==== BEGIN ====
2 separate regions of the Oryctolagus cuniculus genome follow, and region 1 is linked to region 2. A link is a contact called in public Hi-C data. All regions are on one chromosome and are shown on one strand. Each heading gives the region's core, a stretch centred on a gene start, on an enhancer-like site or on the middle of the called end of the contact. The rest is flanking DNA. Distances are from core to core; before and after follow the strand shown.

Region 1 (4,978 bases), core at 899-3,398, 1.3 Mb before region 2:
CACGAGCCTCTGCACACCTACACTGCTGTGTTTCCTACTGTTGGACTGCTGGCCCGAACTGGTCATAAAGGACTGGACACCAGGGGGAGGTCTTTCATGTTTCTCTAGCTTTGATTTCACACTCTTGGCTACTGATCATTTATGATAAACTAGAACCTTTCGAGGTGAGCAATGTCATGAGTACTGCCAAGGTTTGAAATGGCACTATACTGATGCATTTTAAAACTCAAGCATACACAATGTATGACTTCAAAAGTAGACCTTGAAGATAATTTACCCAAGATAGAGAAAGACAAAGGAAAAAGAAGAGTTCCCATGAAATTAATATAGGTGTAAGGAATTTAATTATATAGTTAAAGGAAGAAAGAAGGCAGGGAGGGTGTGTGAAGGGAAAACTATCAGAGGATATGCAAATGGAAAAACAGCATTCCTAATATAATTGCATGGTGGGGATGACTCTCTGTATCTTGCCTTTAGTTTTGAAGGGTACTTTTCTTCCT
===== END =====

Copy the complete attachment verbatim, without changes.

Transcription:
2 separate regions of the Oryctolagus cuniculus genome follow, and region 1 is linked to region 2. A link is a contact called in public Hi-C data. All regions are on one chromosome and are shown on one strand. Each heading gives the region's core, a stretch centred on a gene start, on an enhancer-like site or on the middle of the called end of the contact. The rest is flanking DNA. Distances are from core to core; before and after follow the strand shown.

Region 1 (4,978 bases), core at 899-3,398, 1.3 Mb before region 2:
CACGAGCCTCTGCACACCTACACTGCTGTGTTTCCTACTGTTGGACTGCTGGCCCGAACTGGTCATAAAGGACTGGACACCAGGGGGAGGTCTTTCATGTTTCTCTAGCTTTGATTTCACACTCTTGGCTACTGATCATTTATGATAAACTAGAACCTTTCGAGGTGAGCAATGTCATGAGTACTGCCAAGGTTTGAAATGGCACTATACTGATGCATTTTAAAACTCAAGCATACACAATGTATGACTTCAAAAGTAGACCTTGAAGATAATTTACCCAAGATAGAGAAAGACAAAGGAAAAAGAAGAGTTCCCATGAAATTAATATAGGTGTAAGGAATTTAATTATATAGTTAAAGGAAGAAAGAAGGCAGGGAGGGTGTGTGAAGGGAAAACTATCAGAGGATATGCAAATGGAAAAACAGCATTCCTAATATAATTGCATGGTGGGGATGACTCTCTGTATCTTGCCTTTAGTTTTGAAGGGTACTTTTCTTCCT